As an off thought, a good fence also serves to keep your neighbor’s pets off your lawn, you wouldn’t want them pooping all-around your property now, would you?
It is even better to do this before you move into your new home as some neighborhoods require that you obtain a permit before building a fence, which takes some time, time in which your kids or pets could be getting in trouble while stray pets casually poop all over your new space.
6. Update Smoke and Alarm Systems
Smoke and carbon monoxide detectors are among the last things that new homeowners consider when deciding to make improvements to their new place, but they are pretty important.
The hustle and bustle of moving into a new home and trying to unload all those boxes increase the chances of accidents occurring. It would be safer to have your alarm systems functional to prevent your house from burning down on the very first day or first week of occupancy.
We advise that you change the batteries in smoke and carbon monoxide detectors as many home inspectors hardly check them and that you do so before moving into your new home, just to be safe.
7. Cabinets Installation and Closet Shelving
It’s common knowledge that the cabinets and closets of a new home are the first places to get cluttered during the first few weeks of settling in, with the need to arrange things as soon as you can and the difficulty of doing so while carrying on with the necessities of daily life, the existing closets become a mess worse than the end results of a battlefield.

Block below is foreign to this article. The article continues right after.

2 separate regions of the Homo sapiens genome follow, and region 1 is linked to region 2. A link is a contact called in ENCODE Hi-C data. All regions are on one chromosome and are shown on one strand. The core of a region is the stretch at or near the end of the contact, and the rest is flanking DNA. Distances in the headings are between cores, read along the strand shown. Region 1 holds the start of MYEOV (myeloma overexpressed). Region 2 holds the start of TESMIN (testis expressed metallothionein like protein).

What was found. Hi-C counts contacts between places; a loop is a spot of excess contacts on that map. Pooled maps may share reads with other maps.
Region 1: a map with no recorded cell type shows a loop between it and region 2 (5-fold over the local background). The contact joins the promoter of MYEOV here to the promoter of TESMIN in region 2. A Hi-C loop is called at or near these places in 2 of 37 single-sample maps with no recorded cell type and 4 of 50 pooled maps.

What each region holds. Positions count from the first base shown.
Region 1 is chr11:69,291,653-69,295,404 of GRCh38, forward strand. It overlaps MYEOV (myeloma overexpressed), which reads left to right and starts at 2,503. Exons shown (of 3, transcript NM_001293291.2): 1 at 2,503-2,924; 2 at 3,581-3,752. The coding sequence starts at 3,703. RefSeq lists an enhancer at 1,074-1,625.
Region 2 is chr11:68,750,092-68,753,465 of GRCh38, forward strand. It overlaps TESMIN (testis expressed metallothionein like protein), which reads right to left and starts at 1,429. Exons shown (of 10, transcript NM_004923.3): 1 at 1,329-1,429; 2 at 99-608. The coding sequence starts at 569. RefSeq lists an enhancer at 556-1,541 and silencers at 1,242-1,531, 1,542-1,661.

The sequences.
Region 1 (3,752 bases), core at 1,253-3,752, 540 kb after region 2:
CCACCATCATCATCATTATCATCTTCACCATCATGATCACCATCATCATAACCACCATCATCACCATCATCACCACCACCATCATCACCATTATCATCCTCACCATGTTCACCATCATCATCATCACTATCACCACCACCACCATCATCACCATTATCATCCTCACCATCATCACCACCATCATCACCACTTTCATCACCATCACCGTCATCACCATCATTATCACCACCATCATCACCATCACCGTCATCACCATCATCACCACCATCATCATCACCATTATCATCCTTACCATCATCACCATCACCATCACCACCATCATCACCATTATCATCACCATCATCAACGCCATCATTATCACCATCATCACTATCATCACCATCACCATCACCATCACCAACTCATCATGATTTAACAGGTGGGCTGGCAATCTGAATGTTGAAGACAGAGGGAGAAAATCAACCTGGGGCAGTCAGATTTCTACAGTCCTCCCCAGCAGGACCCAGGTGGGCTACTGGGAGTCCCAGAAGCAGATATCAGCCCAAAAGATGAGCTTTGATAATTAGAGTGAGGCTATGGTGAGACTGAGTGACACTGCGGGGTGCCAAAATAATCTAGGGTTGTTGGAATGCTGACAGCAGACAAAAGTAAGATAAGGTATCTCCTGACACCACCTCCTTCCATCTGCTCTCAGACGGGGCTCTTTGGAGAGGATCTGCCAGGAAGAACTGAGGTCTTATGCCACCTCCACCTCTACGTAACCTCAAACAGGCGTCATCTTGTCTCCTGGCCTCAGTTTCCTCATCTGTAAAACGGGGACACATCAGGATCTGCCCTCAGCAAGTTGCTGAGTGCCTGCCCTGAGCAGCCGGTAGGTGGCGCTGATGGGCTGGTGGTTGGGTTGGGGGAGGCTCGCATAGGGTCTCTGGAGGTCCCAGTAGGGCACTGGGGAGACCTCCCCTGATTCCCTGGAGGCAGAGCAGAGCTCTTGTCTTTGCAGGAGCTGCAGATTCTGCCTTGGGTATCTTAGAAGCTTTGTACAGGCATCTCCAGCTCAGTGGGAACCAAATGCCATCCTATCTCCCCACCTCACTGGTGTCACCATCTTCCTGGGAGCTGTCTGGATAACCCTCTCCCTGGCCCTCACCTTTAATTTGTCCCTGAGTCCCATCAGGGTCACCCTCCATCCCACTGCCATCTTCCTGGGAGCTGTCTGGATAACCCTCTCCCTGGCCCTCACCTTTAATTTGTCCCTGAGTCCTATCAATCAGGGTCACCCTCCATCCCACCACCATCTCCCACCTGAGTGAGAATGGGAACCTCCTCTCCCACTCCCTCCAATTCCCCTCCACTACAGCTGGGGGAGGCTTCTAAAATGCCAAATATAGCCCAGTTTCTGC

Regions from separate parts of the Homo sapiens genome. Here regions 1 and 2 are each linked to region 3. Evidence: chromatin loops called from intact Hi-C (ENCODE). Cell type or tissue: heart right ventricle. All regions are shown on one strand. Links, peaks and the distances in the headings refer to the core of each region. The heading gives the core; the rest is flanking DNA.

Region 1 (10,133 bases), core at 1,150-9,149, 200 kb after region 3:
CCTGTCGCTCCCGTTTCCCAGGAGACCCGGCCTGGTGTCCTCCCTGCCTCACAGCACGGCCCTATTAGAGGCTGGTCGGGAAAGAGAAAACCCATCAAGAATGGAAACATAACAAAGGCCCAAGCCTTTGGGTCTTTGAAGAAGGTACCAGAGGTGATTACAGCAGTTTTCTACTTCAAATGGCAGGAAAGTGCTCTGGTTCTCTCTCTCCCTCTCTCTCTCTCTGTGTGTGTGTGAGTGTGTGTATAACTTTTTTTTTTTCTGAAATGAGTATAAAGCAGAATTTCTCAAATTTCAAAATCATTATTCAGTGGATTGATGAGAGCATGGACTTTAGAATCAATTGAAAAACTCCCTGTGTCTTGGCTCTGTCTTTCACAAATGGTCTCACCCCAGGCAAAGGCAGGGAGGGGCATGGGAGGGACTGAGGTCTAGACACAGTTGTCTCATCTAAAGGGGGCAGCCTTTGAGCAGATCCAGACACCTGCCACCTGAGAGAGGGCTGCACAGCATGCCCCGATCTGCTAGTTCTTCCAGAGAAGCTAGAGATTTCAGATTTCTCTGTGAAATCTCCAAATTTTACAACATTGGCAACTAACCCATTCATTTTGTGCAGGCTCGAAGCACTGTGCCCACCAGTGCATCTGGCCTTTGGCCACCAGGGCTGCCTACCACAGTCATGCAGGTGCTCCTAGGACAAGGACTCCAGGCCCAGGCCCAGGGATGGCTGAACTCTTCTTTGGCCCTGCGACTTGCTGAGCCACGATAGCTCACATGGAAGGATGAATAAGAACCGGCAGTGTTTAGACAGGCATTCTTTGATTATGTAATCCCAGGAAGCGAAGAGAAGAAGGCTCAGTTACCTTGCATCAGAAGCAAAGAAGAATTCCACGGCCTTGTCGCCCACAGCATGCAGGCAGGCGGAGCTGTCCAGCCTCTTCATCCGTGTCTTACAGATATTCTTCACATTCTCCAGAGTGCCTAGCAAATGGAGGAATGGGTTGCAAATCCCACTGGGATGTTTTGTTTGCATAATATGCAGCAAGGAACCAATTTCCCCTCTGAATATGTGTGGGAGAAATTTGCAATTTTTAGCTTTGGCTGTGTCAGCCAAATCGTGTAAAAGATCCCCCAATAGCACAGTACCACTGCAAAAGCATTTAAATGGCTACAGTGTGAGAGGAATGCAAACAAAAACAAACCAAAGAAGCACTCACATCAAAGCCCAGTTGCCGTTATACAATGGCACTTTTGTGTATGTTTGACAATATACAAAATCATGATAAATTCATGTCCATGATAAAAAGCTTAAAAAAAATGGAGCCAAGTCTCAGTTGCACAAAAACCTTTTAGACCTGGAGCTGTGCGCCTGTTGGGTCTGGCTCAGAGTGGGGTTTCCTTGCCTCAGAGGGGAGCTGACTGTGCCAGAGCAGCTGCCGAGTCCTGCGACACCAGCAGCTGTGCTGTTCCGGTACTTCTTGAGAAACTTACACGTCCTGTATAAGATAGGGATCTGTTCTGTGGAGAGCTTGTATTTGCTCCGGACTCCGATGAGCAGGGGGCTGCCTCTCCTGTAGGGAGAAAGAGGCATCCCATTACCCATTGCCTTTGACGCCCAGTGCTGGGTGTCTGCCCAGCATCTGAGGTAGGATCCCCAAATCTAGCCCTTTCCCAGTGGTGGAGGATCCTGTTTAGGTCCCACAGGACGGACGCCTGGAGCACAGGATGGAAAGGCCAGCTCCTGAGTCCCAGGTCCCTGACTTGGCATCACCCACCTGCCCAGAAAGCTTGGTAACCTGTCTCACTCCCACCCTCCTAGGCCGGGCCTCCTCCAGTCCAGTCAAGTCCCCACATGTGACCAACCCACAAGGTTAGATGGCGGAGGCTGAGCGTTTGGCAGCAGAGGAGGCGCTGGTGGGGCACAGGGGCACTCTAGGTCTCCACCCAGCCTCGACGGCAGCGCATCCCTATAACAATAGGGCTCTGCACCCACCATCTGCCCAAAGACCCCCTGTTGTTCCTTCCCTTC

This is why it is important that you install shelves in your closet space before moving in and also redesign the cabinets to serve your purposes before moving into your new place.
Doing this ensures that arranging things in their proper places goes like a breeze when you finally move in. If the new apartment already has closet shelving and appealing cabinets, you’d do well to check them for faulty hinges, cracks or other weaknesses.
It wouldn’t do to arrange things on a shelve and have it all clatter to the floor the next moment because of weak wall brackets you, previously, didn’t know about.
8. Child Proofing
Childproofing involves removing toxic chemicals or alcohol from the reach of children, covering electric sockets, putting protective covers on sharp edges all around the house and securing cabinets among other things.
The importance of childproofing a house cannot be overemphasized, especially if you have children or pets that you wouldn’t want anything bad to happen to.
The home is meant to be the number one safe place for your child or pet, and that means you need to childproof it, and this is best done before your child is running around the house while you struggle with unpacking boxes and placing things in the appropriate places on moving day, unaware of your child’s curious exploration that might lead to an accident.